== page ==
This, until 1980, where the shoulder pad reappeared to stay on the runways of Armani and Thierry Mugler. Since then, this garment was only on the rise: it was used mostly by women who were female power figures such as Princess Diana of Wales, British Prime Minister Margaret Tatcher and US politician Hillary Clinton.

 
 
 
 
 
 
 
 
 
 
 
 
 
 
 

Una publicación compartida de royals_of_england (@royals_of_england) el

In 1989, Working Girl premiered. In it, Melanie Grifith plays Tess McGill, a secretary who tries to break into a fierce world of work in New York City. In the end, Harrison Ford says the famous phrase "She is your man", meaning that Tess was the right person for a job.

The shoulder pads and the feminist struggle

According to the blog of the brand True Love & Poems, women's clothing was not associated with the labor field, much less with positions of power or with managing positions. The A-line skirt of the housewife is not a pledge commonly seen in the offices of law firms or brokers in New York, for example.

To this, must be added that when women entered the labor field, they did it from below: as secretaries and not as managers. Thus, when they began to ascend they were not taken seriously by men.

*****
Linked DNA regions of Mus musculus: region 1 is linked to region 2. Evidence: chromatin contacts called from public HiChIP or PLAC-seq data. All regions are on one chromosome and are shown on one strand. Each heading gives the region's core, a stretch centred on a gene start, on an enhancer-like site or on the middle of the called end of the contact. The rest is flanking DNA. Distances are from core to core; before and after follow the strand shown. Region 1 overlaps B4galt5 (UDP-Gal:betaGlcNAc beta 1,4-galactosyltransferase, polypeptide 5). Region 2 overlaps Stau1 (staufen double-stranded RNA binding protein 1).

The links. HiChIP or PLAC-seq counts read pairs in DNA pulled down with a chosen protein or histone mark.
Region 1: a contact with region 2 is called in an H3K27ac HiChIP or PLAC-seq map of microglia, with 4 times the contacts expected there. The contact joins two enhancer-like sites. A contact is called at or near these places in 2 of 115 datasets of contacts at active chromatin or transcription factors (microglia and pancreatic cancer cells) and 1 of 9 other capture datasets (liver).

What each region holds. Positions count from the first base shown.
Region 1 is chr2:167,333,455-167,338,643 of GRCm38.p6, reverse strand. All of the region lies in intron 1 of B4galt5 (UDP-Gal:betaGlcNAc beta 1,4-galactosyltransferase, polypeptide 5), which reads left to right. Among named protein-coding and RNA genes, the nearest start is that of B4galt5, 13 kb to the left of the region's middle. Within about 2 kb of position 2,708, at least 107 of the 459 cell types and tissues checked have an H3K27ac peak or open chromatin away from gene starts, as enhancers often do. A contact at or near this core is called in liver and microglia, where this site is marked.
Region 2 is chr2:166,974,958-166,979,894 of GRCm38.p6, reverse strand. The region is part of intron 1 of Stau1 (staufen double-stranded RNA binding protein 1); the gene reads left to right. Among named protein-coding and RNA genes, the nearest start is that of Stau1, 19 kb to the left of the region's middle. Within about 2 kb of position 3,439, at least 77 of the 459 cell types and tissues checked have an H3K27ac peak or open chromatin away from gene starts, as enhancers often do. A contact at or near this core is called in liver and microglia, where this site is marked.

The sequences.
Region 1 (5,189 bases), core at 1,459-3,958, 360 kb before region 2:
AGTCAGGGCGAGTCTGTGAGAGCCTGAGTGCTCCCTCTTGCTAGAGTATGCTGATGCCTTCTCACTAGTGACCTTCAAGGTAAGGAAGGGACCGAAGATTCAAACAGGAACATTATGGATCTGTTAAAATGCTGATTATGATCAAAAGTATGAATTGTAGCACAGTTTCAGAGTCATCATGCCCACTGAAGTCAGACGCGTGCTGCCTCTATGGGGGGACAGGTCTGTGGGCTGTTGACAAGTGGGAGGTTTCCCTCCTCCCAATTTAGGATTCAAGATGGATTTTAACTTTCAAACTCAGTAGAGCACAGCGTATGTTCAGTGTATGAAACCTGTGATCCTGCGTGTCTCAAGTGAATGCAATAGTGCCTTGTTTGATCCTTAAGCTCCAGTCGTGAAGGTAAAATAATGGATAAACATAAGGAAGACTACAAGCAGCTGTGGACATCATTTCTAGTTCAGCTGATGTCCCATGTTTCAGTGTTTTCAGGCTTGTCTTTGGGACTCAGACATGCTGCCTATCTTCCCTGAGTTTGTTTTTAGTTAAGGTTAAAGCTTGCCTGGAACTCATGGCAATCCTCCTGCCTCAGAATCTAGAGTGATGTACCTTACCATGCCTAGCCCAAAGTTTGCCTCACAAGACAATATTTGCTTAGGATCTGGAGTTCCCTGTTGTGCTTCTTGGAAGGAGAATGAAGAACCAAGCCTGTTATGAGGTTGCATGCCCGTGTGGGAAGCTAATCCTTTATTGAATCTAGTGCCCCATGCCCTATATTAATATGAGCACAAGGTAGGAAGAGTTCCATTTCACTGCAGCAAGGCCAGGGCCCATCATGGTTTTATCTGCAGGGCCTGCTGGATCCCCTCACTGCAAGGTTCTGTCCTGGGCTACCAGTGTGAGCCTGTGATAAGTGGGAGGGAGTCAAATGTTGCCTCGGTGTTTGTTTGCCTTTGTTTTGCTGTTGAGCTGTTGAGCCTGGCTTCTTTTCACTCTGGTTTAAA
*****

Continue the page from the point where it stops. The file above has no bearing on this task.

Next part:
The working woman (the 'working girl' who represented Tess McGill) had to use fashion to make her way in companies that men ran and in which she wanted to start doing more than taking calls. This woman began to wear tailored suits just like men so they would treat them like their peers.

This was not all nor was it enough. The women also had to change their figure: hence the shoulder pads.

The jacket with shoulder pads widens the back and makes see a larger and wider woman, which made men could conceive it as a couple or a colleague. This was accompanied with a skirt and not with pants, because women could not look too threatening to men. They wanted to be taken seriously by their male colleagues but not that they believed they were coming to replace them.

In this sense, the eighties shoulder pad was a mixture of female submission and struggle for labor equality, because while women claimed the position they deserved in the workplace, they also took care not to be too threatening to men.

The shoulder pads in 2019

It is understandable to think that this garment was the tool that women workers during the 80s had on hand to be taken seriously: 'disguise' men. Hence the "She is your man", Harrison Ford to refer to a woman who is qualified for a job: she is a man.

We would think that by this 2019 it is not necessary to disguise ourselves as men to be taken seriously in the workplace and that a man can conceive as a woman a skirt and make-up as well as a man with pants and a tie. However, according to the figures of the International Labor Organization (ILO), the gender wage gap has increased in the last year from 16 to 19% worldwide.

Perhaps this is why Lady Gaga still feels that she must "have the panatalones well-placed" to "regain power" and perhaps the return of this trend is a response to this phenomenon. It seems that women should still show that they have the same wide back to receive the same salary.

 

LatinAmerican Post | Juliana Rodríguez Pabón

Translated from "Hombreras: una tendencia de lucha por la igualdad"